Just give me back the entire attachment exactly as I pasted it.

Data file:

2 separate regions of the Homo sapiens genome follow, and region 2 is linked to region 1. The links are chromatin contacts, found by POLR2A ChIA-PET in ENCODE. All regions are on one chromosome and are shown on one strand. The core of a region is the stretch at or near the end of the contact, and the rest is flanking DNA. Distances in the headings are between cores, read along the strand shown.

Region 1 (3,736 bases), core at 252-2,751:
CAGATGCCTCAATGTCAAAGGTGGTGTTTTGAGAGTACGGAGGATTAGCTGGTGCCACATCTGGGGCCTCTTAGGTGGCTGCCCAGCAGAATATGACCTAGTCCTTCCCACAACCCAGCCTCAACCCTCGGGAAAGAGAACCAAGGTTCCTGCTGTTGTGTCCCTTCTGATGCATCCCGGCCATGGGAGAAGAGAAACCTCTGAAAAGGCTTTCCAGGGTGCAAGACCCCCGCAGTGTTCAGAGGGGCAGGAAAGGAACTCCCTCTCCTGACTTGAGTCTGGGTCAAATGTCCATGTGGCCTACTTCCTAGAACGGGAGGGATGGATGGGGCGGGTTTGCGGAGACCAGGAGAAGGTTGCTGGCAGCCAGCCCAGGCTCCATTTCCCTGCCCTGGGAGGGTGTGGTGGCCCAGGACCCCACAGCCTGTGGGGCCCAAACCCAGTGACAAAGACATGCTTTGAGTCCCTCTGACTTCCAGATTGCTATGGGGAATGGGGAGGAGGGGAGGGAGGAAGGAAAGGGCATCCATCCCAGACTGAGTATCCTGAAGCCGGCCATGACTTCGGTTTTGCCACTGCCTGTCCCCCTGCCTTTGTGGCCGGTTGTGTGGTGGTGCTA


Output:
2 separate regions of the Homo sapiens genome follow, and region 2 is linked to region 1. The links are chromatin contacts, found by POLR2A ChIA-PET in ENCODE. All regions are on one chromosome and are shown on one strand. The core of a region is the stretch at or near the end of the contact, and the rest is flanking DNA. Distances in the headings are between cores, read along the strand shown.

Region 1 (3,736 bases), core at 252-2,751:
CAGATGCCTCAATGTCAAAGGTGGTGTTTTGAGAGTACGGAGGATTAGCTGGTGCCACATCTGGGGCCTCTTAGGTGGCTGCCCAGCAGAATATGACCTAGTCCTTCCCACAACCCAGCCTCAACCCTCGGGAAAGAGAACCAAGGTTCCTGCTGTTGTGTCCCTTCTGATGCATCCCGGCCATGGGAGAAGAGAAACCTCTGAAAAGGCTTTCCAGGGTGCAAGACCCCCGCAGTGTTCAGAGGGGCAGGAAAGGAACTCCCTCTCCTGACTTGAGTCTGGGTCAAATGTCCATGTGGCCTACTTCCTAGAACGGGAGGGATGGATGGGGCGGGTTTGCGGAGACCAGGAGAAGGTTGCTGGCAGCCAGCCCAGGCTCCATTTCCCTGCCCTGGGAGGGTGTGGTGGCCCAGGACCCCACAGCCTGTGGGGCCCAAACCCAGTGACAAAGACATGCTTTGAGTCCCTCTGACTTCCAGATTGCTATGGGGAATGGGGAGGAGGGGAGGGAGGAAGGAAAGGGCATCCATCCCAGACTGAGTATCCTGAAGCCGGCCATGACTTCGGTTTTGCCACTGCCTGTCCCCCTGCCTTTGTGGCCGGTTGTGTGGTGGTGCTA